Lukoil holds 100% in the Gissar project and 90% in Khauzak-Shady-Kandym-Kungrad, with the remaining 10% controlled by the state-owned Uzbekneftegaz.
The company will also look into ways to increase associated gas utilization and consider prospects for shale gas production in Russia, taking into account risks of shale gas projects in eastern Europe, the statement said.
In 2013, the company plans to start construction of a trunk pipeline to transport gas from the South-Messoyakhskoye, Khalmerpayutinskoye and Pyakyakhinskoye fields in the Yamal-Nenets autonomous region, it said.
The company plans to increase its hydrocarbon output to 180 million mt/year (3.6 million b/d) of oil equivalent in 10 years from the current 100 million mt/year, Lukoil President Vagit Alekperov said earlier, explaining details of the 2012-21 draft development plan.
Lukoil's annual investments in core operations are to exceed $10 billion over the next 10 years, he said.

Kyrgyz-Uzbek border re-opens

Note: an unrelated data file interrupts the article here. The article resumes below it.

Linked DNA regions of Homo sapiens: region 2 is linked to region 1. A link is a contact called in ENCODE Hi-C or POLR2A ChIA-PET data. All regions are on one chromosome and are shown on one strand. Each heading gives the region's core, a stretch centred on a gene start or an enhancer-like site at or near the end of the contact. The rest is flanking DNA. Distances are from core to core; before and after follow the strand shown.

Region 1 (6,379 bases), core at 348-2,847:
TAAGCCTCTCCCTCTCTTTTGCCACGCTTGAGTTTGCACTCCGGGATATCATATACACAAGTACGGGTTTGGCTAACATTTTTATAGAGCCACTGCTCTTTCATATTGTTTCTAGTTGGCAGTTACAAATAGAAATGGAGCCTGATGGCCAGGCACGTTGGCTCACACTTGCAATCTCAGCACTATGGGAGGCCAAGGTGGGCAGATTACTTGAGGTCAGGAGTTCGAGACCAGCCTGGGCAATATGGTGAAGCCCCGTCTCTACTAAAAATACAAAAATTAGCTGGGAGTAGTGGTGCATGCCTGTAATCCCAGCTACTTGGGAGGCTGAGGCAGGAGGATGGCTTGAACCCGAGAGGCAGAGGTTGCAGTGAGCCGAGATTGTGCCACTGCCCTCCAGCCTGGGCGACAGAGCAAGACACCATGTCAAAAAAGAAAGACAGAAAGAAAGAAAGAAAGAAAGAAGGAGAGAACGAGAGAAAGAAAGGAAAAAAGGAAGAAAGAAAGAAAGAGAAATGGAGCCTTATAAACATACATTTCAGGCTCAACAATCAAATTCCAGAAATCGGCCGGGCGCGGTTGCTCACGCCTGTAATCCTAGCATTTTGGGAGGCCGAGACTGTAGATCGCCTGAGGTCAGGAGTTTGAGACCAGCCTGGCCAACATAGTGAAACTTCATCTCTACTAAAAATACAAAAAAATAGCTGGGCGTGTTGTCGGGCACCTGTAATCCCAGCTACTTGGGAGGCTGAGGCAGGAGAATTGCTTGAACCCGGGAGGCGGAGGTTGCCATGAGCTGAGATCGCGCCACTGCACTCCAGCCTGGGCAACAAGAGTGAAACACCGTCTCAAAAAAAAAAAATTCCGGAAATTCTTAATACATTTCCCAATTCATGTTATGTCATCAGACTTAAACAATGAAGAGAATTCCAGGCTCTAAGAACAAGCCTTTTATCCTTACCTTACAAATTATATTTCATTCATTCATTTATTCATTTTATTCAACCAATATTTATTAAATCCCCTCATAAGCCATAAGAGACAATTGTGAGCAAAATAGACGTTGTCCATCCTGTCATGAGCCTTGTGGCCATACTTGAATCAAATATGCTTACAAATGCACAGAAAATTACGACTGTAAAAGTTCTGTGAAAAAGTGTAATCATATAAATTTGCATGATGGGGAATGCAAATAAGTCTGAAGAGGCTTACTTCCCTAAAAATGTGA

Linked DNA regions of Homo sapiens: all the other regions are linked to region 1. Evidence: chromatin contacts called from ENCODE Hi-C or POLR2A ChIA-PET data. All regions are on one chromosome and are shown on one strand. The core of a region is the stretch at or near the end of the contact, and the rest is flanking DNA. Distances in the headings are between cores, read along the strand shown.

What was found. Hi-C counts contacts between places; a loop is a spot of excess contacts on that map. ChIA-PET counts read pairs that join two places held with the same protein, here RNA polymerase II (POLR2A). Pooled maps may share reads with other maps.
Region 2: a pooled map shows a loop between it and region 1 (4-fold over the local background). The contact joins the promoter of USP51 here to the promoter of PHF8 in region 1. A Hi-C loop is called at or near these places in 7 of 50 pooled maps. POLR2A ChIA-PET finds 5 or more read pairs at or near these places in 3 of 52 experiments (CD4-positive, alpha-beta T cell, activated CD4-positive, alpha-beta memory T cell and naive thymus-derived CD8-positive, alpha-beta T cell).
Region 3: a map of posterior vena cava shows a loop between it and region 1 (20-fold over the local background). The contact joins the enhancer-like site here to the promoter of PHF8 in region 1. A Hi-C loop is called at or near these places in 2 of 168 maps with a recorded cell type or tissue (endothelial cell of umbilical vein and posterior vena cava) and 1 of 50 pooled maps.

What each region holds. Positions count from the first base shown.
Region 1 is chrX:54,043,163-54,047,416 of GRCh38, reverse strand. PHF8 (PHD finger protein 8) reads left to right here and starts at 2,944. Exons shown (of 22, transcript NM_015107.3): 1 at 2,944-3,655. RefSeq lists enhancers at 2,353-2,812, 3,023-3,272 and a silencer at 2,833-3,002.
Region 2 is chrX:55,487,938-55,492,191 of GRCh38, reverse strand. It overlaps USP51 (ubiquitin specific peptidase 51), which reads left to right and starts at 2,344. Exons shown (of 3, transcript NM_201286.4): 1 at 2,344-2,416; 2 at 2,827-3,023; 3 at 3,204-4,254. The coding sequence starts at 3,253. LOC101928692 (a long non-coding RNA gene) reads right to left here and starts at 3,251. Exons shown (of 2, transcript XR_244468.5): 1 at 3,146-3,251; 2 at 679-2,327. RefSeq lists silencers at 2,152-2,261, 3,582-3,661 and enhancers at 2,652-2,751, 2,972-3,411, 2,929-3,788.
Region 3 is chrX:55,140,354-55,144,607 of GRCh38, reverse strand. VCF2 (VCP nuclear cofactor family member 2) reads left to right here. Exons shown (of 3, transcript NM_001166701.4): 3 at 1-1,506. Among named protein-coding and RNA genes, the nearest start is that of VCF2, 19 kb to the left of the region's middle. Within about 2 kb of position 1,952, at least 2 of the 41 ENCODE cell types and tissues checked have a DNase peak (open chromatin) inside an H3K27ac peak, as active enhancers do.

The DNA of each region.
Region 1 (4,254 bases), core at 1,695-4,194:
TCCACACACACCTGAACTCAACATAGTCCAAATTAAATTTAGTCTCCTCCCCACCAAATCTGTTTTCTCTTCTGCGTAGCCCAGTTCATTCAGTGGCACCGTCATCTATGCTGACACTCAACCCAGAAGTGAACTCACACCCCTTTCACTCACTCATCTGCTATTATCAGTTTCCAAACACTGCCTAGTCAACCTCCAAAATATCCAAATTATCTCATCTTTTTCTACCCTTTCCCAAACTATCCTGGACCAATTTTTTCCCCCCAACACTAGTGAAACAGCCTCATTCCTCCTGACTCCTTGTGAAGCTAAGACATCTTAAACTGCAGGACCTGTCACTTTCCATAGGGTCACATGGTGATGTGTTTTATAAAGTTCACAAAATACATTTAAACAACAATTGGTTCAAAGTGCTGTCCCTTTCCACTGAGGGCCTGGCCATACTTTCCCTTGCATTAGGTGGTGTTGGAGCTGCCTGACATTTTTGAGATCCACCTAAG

http://centralasiaonline.com of 10/26/2011

 

Late October 24, Kyrgyz Border Troops commander Maj. Gen. Zakir Tilenov and Uzbek Border Troops commander Maj. Gen. Ruslan Mirzayev met in Andizhan, Uzbekistan, and agreed to re-open the Dustlik/Dostuk crossing, she said. No other border crossings have been reopened.

Tilenov and Mirzayev discussed the evolving situation on their shared border and the strengthening of border security co-operation.

Dustlik/Dostuk will be open to pedestrians and vehicles from 8am to 6pm. Summertime hours will be 7am to 8pm, according to the Kyrgyz Border Forces.

The re-opening comes 18 months after Uzbekistan closed the border with Kyrgyzstan after the April 2010 overthrow of then-Kyrgyz president Kurmanbek Bakiyev.

Residents of Osh Oblast, Kyrgyzstan, which borders Uzbekistan's Andizhan Oblast, expressed gratitude upon hearing the news.